Career diplomat Christopher Hill ’74 focuses his most recent political commentary on U.S. foreign policy and the consequences of the U.S. strategic “pivot” from the Middle East to Asia, discussing international perceptions and how the country’s current foreign policy design may prove unreliable and unpredictable — “or, worse, susceptible to [be misunderstood].”
Hill writes in his opinion piece for Project Syndicate, “The new world order has given way to an order-less world, in which reliability and predictability have given way to rapid shifts in focus and fickle commitments. And, sadly, this state of affairs seems to be emanating not from countries in crisis, but rather from the U.S. itself.”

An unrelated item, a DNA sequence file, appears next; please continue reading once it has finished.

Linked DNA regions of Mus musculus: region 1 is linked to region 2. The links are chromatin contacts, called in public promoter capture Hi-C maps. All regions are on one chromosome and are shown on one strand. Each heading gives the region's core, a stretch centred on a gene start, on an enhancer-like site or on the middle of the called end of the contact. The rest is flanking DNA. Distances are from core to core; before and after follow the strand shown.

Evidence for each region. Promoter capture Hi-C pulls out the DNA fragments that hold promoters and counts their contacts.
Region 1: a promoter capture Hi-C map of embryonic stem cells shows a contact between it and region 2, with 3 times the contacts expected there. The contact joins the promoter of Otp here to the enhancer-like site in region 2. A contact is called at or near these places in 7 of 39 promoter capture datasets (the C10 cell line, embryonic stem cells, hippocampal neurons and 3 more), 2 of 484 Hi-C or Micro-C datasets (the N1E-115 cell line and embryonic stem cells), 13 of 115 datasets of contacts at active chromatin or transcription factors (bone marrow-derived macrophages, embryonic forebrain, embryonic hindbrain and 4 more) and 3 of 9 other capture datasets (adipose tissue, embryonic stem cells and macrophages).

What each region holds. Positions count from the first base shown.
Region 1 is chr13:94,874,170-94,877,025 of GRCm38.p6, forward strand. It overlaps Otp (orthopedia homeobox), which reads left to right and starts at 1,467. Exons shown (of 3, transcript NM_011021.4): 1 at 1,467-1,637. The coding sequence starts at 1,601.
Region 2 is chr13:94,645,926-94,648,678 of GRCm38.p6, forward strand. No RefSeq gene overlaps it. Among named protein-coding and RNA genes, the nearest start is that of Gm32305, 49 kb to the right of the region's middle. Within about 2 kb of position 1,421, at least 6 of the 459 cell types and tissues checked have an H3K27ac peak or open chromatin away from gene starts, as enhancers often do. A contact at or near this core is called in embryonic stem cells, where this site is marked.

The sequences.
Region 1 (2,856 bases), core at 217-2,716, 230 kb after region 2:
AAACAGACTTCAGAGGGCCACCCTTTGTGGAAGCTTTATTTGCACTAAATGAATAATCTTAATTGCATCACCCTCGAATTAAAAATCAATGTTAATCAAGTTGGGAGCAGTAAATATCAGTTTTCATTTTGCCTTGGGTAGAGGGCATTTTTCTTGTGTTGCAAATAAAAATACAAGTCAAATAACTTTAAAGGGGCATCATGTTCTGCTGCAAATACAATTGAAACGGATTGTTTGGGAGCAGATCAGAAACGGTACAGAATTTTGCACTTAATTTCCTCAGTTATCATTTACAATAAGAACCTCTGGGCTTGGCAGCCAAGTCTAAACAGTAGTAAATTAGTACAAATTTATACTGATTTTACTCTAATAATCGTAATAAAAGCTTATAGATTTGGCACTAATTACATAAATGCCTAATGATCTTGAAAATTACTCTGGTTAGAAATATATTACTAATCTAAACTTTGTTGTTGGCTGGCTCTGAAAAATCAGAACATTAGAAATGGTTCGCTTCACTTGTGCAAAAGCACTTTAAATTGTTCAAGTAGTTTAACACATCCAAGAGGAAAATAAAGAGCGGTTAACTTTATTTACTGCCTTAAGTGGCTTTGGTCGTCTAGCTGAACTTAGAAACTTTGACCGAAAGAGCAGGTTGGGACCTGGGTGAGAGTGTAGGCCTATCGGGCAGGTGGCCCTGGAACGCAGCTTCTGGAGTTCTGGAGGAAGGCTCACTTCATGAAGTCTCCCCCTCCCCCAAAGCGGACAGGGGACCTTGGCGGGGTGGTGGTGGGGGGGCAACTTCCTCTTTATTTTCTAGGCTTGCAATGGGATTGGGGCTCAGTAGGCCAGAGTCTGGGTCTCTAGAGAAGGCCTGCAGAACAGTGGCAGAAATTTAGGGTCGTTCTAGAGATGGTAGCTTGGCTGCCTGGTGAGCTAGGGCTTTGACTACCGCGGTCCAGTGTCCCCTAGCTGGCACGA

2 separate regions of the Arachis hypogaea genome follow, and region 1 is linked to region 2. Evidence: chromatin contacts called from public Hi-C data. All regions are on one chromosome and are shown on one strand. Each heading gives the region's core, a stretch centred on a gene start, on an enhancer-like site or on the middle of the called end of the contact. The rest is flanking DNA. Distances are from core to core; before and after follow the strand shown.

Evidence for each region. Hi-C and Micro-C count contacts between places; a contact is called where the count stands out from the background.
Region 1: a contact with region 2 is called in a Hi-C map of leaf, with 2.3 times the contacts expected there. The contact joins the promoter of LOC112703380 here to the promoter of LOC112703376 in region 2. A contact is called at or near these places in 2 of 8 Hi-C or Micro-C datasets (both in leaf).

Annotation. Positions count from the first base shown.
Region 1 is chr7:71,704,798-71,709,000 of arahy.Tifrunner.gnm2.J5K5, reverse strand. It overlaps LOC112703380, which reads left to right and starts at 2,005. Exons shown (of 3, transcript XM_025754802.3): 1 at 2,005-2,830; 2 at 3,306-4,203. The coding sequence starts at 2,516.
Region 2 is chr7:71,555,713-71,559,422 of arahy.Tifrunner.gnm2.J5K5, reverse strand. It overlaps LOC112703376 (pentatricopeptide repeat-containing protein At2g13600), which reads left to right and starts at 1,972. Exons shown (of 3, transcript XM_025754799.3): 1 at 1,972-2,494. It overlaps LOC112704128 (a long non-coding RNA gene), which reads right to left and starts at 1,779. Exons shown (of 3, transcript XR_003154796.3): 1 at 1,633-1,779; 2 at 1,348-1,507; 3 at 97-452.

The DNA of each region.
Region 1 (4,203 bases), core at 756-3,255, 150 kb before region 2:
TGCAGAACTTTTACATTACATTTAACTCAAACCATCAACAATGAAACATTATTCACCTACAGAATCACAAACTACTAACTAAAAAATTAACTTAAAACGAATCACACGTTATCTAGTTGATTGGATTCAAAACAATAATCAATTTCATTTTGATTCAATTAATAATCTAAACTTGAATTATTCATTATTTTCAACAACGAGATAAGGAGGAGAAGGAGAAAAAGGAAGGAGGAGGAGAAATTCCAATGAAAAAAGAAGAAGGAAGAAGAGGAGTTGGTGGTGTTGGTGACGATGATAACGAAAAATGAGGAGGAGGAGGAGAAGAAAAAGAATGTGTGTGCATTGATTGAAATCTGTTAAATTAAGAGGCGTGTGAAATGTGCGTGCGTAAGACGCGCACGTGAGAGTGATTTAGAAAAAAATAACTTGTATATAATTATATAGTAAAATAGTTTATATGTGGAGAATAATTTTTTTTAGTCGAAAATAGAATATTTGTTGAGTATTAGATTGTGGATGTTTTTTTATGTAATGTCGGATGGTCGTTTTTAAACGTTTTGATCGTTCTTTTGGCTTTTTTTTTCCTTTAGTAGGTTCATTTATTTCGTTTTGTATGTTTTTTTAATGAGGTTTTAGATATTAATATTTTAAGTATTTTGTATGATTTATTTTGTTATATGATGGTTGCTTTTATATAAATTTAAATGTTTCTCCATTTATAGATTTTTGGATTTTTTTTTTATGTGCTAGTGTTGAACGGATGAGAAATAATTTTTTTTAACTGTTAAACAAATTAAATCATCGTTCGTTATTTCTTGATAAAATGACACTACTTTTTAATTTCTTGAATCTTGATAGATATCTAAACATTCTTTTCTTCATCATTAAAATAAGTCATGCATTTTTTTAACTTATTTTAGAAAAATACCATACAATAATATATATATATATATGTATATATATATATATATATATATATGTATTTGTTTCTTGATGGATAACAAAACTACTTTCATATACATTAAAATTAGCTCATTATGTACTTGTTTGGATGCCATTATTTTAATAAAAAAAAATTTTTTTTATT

He argues that instead of constricting foreign policy to a location in the world, the Obama administration should “set out America’s foreign-policy priorities and explain how the US plans to pursue them.”
Hill previously served as U.S. Assistant Secretary of State for East Asia and U.S. Ambassador to Iraq, South Korea, Macedonia and Poland, as well as the chief negotiator with North Korea from 2005 to 2009. He is now Dean of the Korbel School of International Studies at the University of Denver.